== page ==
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CDC Chronic Pain Guidelines: Not so bad, but...

by Tom QuinnIn case you didn’t notice, the US Centers for Disease Control published their long-awaited (dreaded?) “CDC Guideline for Prescribing Opioids for Chronic Pain.” It made a pretty big splash: Five editorials plus the full Guideline in the online Mar 15 JAMA, front page New York Times feature article, the first hour on NPR’s “Diane Rehm Show,” (Mar 17) and multiple others. It is specifically aimed at primary care prescribers, who write about half of the scripts for opioids in the US. It is intended to “support clinicians caring for patients outside the context of active cancer care or palliative or end-of-life care.” The Guideline was published in the Mar 15 Weekly Morbidity and Mortality Report and is the first US Government guideline to address treatment of chronic pain; it is 52 pages long. A good “Cliff Notes” version of the Guideline is the JAMA piece by CDC Director Thomas Frieden, MD and Debra Houry, MD. I should point out that the document was prepared by the CDC’s Division of Unintentional Injury Prevention. The Guideline is intended to address the epidemic of opioid-related deaths, not the pandemic of chronic pain. On its face, the Guideline promotes good, standard prescribing practices, especially for potentially high-risk agents: history and diagnosis of the painful disorder, prognosis of the painful state, history of prior interventions, establishing clear treatment goals, careful selectio...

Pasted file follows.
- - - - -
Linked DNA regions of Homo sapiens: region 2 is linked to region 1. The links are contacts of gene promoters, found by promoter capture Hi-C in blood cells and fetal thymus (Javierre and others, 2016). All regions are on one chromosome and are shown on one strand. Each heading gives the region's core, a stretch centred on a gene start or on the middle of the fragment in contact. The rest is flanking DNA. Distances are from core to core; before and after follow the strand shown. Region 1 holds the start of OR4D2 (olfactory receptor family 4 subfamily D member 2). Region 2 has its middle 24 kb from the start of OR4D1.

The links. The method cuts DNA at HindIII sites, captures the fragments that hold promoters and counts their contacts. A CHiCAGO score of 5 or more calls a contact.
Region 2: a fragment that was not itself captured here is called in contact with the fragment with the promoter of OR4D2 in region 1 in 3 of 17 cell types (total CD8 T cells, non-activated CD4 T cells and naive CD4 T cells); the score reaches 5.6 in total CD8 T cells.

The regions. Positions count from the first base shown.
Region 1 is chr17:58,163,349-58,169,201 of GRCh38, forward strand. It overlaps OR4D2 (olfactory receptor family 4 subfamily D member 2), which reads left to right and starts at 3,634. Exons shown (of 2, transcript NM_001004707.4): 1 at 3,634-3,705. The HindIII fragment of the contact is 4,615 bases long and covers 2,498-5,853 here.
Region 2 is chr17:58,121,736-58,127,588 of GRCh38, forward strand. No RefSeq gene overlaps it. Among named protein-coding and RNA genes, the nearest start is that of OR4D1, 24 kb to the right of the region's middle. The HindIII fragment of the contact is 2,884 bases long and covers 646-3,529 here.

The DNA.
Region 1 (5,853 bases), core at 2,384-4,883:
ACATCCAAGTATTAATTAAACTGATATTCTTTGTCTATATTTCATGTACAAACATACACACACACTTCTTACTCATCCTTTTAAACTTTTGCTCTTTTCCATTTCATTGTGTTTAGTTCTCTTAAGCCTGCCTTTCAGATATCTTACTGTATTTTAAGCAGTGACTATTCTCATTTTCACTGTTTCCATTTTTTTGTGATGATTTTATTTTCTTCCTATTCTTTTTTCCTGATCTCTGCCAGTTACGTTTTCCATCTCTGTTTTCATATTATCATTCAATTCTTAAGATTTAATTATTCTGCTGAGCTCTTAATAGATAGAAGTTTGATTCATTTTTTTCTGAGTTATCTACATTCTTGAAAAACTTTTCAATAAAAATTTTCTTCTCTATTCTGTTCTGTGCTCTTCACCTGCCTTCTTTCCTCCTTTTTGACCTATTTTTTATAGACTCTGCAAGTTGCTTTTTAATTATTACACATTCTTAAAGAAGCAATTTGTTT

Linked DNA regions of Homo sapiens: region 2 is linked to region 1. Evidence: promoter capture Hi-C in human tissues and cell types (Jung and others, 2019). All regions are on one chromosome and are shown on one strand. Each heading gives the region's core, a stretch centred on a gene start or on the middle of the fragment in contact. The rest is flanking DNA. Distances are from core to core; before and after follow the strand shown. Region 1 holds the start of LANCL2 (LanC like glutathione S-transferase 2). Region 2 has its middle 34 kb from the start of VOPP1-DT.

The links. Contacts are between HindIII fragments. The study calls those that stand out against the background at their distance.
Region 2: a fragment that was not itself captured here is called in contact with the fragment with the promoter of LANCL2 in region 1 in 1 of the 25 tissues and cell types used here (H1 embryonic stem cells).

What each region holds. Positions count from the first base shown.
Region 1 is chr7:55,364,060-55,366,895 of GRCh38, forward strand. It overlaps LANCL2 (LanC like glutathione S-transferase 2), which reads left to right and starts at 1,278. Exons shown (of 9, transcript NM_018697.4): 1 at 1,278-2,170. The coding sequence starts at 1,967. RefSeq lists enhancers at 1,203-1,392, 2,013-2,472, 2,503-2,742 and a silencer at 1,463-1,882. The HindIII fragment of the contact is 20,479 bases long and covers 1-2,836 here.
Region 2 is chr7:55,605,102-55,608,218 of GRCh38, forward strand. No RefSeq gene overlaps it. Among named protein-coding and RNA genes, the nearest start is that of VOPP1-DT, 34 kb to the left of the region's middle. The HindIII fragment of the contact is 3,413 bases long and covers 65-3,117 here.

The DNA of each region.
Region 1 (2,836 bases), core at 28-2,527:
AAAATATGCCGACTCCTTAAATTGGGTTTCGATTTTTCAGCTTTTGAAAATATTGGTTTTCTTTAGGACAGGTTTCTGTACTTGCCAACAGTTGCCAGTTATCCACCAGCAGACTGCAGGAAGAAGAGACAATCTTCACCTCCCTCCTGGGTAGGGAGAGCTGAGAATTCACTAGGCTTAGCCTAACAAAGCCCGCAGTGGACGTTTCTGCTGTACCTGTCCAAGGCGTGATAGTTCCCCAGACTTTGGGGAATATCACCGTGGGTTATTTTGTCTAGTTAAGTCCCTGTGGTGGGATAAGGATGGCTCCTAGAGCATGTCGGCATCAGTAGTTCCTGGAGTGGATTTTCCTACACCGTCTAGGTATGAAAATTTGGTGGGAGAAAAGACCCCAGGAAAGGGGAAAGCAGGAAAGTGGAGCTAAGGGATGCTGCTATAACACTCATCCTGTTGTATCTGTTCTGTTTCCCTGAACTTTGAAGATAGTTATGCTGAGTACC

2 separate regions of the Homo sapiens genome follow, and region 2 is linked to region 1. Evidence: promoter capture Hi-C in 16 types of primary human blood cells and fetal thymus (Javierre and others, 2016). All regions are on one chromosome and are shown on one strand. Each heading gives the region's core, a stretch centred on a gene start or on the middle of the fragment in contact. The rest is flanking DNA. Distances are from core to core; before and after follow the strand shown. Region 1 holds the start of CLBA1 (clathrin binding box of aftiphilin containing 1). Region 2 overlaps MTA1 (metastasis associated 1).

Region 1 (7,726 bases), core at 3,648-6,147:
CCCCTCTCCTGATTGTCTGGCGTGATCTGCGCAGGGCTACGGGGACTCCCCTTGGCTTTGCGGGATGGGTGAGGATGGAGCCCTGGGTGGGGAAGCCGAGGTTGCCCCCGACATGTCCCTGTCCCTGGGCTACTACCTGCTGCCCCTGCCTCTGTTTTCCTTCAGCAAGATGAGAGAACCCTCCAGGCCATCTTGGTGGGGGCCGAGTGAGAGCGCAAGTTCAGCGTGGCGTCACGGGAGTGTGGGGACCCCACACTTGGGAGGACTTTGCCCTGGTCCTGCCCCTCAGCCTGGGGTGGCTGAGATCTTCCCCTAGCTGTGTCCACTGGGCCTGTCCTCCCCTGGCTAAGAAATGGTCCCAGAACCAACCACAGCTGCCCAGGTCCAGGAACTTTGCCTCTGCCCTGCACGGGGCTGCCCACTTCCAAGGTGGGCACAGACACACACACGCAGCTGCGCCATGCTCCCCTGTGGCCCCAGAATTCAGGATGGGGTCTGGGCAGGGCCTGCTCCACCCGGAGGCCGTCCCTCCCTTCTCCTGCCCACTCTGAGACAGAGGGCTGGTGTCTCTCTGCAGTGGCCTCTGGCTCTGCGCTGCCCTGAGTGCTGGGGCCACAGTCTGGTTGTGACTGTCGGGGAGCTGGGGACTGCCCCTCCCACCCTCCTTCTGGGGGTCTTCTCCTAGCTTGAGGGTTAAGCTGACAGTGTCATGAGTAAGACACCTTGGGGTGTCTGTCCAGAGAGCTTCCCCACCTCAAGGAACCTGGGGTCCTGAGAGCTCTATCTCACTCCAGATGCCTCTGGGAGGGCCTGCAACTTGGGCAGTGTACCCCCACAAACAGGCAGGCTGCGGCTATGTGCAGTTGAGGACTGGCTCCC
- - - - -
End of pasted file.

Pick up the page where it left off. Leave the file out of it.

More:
Source: Pallimed: A Hospice and Palliative Medicine Blog - Category: Palliative Care Tags: CDC ethics opioids pain quinn The profession Source Type: blogs

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